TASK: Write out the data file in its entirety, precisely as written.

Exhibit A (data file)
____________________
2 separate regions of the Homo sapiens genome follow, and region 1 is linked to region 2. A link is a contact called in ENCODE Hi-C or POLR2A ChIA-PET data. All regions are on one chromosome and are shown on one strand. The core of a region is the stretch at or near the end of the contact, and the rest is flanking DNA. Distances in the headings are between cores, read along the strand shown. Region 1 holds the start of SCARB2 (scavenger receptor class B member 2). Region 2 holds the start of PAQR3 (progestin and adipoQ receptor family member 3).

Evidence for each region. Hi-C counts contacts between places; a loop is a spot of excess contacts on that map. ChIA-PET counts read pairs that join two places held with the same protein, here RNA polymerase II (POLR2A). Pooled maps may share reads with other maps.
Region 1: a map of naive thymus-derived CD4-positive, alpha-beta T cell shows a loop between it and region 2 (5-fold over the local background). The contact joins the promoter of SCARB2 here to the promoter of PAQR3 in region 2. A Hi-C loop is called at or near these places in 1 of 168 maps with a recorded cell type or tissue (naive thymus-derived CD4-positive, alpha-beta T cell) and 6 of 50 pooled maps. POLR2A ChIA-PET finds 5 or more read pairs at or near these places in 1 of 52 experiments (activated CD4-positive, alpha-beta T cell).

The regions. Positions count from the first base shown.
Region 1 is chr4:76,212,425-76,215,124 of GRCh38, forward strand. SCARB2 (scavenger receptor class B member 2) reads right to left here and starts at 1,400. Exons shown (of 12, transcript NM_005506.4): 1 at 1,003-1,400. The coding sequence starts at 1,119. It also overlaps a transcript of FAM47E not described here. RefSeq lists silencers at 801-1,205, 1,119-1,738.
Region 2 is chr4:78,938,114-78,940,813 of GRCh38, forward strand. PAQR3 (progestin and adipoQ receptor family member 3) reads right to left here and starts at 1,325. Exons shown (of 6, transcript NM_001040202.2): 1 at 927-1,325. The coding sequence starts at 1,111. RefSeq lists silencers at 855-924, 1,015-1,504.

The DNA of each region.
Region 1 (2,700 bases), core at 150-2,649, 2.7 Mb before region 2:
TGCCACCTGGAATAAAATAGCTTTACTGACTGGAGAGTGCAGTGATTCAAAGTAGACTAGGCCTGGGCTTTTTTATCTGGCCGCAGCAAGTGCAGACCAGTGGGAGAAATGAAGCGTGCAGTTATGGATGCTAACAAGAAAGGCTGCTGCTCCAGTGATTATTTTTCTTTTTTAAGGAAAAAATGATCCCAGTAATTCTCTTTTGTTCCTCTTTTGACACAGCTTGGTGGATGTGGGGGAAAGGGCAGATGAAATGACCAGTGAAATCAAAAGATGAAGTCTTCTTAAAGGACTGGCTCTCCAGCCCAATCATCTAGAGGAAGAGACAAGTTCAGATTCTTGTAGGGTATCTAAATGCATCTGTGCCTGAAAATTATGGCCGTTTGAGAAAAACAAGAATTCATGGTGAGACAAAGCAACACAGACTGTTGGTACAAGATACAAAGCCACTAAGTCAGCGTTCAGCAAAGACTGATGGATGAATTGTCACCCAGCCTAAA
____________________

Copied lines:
2 separate regions of the Homo sapiens genome follow, and region 1 is linked to region 2. A link is a contact called in ENCODE Hi-C or POLR2A ChIA-PET data. All regions are on one chromosome and are shown on one strand. The core of a region is the stretch at or near the end of the contact, and the rest is flanking DNA. Distances in the headings are between cores, read along the strand shown. Region 1 holds the start of SCARB2 (scavenger receptor class B member 2). Region 2 holds the start of PAQR3 (progestin and adipoQ receptor family member 3).

Evidence for each region. Hi-C counts contacts between places; a loop is a spot of excess contacts on that map. ChIA-PET counts read pairs that join two places held with the same protein, here RNA polymerase II (POLR2A). Pooled maps may share reads with other maps.
Region 1: a map of naive thymus-derived CD4-positive, alpha-beta T cell shows a loop between it and region 2 (5-fold over the local background). The contact joins the promoter of SCARB2 here to the promoter of PAQR3 in region 2. A Hi-C loop is called at or near these places in 1 of 168 maps with a recorded cell type or tissue (naive thymus-derived CD4-positive, alpha-beta T cell) and 6 of 50 pooled maps. POLR2A ChIA-PET finds 5 or more read pairs at or near these places in 1 of 52 experiments (activated CD4-positive, alpha-beta T cell).

The regions. Positions count from the first base shown.
Region 1 is chr4:76,212,425-76,215,124 of GRCh38, forward strand. SCARB2 (scavenger receptor class B member 2) reads right to left here and starts at 1,400. Exons shown (of 12, transcript NM_005506.4): 1 at 1,003-1,400. The coding sequence starts at 1,119. It also overlaps a transcript of FAM47E not described here. RefSeq lists silencers at 801-1,205, 1,119-1,738.
Region 2 is chr4:78,938,114-78,940,813 of GRCh38, forward strand. PAQR3 (progestin and adipoQ receptor family member 3) reads right to left here and starts at 1,325. Exons shown (of 6, transcript NM_001040202.2): 1 at 927-1,325. The coding sequence starts at 1,111. RefSeq lists silencers at 855-924, 1,015-1,504.

The DNA of each region.
Region 1 (2,700 bases), core at 150-2,649, 2.7 Mb before region 2:
TGCCACCTGGAATAAAATAGCTTTACTGACTGGAGAGTGCAGTGATTCAAAGTAGACTAGGCCTGGGCTTTTTTATCTGGCCGCAGCAAGTGCAGACCAGTGGGAGAAATGAAGCGTGCAGTTATGGATGCTAACAAGAAAGGCTGCTGCTCCAGTGATTATTTTTCTTTTTTAAGGAAAAAATGATCCCAGTAATTCTCTTTTGTTCCTCTTTTGACACAGCTTGGTGGATGTGGGGGAAAGGGCAGATGAAATGACCAGTGAAATCAAAAGATGAAGTCTTCTTAAAGGACTGGCTCTCCAGCCCAATCATCTAGAGGAAGAGACAAGTTCAGATTCTTGTAGGGTATCTAAATGCATCTGTGCCTGAAAATTATGGCCGTTTGAGAAAAACAAGAATTCATGGTGAGACAAAGCAACACAGACTGTTGGTACAAGATACAAAGCCACTAAGTCAGCGTTCAGCAAAGACTGATGGATGAATTGTCACCCAGCCTAAA